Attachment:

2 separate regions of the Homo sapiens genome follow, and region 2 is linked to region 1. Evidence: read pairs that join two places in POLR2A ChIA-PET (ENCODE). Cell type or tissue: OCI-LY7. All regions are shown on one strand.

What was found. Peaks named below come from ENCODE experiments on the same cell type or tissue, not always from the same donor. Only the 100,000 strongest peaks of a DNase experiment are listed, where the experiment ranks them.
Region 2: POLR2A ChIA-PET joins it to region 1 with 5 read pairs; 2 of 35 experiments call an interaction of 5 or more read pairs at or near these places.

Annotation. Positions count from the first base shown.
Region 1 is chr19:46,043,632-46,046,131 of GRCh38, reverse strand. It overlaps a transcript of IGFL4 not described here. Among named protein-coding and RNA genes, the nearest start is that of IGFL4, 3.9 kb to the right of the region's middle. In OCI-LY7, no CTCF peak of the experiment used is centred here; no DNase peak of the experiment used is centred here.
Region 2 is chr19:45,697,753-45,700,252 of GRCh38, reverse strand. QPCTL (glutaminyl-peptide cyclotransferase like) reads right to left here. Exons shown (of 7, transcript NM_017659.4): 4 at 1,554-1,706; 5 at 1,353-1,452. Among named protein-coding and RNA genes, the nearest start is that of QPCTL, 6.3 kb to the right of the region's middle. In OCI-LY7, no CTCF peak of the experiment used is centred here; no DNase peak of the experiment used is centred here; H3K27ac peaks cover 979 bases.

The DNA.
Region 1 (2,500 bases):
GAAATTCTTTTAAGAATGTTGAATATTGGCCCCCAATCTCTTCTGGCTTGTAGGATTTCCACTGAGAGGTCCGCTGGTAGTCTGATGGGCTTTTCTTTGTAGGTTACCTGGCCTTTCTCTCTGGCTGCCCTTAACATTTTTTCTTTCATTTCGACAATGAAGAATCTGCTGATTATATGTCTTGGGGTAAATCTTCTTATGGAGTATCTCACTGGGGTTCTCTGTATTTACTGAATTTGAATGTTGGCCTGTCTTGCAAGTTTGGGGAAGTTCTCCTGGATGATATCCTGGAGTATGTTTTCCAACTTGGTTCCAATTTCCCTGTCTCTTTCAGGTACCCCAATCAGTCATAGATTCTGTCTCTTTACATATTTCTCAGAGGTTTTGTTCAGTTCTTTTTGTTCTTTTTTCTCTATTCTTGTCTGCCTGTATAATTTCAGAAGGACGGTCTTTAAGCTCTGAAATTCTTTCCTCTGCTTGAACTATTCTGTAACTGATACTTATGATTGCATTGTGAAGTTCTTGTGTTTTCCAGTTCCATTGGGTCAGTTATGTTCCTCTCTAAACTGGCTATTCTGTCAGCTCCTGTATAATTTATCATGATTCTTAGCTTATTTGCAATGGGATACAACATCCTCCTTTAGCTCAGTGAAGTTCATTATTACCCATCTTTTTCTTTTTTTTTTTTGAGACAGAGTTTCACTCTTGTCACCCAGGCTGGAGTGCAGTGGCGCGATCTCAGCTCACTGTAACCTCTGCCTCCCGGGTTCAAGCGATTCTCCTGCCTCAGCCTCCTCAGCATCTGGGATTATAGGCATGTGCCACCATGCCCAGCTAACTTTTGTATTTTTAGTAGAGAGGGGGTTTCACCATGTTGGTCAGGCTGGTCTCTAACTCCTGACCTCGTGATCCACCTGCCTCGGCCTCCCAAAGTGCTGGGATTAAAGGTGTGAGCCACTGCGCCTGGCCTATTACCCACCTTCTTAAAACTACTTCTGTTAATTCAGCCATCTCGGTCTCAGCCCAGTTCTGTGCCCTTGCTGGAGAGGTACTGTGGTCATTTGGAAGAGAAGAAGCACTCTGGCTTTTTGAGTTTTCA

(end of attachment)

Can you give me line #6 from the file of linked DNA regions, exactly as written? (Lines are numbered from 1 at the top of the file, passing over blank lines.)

Region 2 is chr19:45,697,753-45,700,252 of GRCh38, reverse strand. QPCTL (glutaminyl-peptide cyclotransferase like) reads right to left here. Exons shown (of 7, transcript NM_017659.4): 4 at 1,554-1,706; 5 at 1,353-1,452. Among named protein-coding and RNA genes, the nearest start is that of QPCTL, 6.3 kb to the right of the region's middle. In OCI-LY7, no CTCF peak of the experiment used is centred here; no DNase peak of the experiment used is centred here; H3K27ac peaks cover 979 bases.